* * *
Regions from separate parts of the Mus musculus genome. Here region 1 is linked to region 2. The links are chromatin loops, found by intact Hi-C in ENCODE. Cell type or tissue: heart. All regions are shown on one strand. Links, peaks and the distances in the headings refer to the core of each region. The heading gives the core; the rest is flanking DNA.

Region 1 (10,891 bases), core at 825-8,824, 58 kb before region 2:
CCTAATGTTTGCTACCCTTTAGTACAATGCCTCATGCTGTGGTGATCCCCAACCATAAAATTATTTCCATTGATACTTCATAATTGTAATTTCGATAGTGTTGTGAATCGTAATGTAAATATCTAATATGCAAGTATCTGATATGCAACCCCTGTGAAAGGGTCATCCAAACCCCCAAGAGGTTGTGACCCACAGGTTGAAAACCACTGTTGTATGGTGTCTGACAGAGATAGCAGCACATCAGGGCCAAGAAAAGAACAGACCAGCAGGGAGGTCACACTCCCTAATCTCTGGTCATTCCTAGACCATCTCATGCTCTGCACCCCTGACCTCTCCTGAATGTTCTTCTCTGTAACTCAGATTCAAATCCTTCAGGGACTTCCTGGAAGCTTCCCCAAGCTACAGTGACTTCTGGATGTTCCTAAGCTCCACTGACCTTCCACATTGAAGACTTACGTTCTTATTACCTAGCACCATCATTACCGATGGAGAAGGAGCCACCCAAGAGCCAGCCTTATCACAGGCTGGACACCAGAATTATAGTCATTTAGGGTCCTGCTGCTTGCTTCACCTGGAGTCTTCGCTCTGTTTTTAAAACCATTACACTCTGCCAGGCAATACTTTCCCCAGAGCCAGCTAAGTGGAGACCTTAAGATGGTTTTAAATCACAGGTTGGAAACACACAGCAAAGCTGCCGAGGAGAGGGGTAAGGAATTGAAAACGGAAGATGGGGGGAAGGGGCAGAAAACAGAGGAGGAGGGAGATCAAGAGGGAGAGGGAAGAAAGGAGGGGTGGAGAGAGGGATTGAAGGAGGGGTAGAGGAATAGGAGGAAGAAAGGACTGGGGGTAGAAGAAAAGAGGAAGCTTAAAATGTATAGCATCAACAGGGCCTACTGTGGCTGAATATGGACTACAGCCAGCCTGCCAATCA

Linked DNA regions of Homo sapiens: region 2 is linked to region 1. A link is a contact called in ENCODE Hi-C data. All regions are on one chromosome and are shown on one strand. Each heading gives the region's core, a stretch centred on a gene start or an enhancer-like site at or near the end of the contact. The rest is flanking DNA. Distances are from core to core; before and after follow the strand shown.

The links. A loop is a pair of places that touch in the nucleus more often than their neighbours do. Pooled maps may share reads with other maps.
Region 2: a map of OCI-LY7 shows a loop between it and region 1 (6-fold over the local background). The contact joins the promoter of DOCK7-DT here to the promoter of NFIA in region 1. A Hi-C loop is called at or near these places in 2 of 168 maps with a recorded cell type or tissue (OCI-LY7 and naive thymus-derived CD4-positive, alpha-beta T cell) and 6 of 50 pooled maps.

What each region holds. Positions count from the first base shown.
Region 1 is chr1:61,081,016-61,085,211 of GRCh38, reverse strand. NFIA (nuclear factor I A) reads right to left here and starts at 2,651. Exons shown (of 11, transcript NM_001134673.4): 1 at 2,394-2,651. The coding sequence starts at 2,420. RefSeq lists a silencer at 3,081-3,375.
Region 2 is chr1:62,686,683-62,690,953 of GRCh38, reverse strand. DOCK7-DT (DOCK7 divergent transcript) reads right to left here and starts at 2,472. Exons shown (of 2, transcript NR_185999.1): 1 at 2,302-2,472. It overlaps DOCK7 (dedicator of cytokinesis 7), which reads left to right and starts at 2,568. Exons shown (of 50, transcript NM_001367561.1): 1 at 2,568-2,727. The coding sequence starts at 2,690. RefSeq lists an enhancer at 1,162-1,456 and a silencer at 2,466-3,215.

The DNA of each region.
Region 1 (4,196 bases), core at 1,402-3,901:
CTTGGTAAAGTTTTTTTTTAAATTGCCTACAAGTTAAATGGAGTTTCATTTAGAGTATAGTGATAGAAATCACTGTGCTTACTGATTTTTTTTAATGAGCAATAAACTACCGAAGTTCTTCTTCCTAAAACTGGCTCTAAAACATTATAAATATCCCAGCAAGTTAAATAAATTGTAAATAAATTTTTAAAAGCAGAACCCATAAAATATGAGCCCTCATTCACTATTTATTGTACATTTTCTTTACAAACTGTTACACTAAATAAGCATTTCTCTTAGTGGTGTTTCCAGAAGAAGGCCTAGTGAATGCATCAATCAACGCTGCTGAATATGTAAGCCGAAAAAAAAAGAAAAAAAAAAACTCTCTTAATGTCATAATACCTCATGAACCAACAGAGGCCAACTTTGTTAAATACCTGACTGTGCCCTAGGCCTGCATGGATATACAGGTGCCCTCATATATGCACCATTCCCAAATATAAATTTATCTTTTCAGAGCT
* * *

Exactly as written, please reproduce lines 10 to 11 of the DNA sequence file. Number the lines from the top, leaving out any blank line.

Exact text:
The DNA of each region.
Region 1 (4,196 bases), core at 1,402-3,901: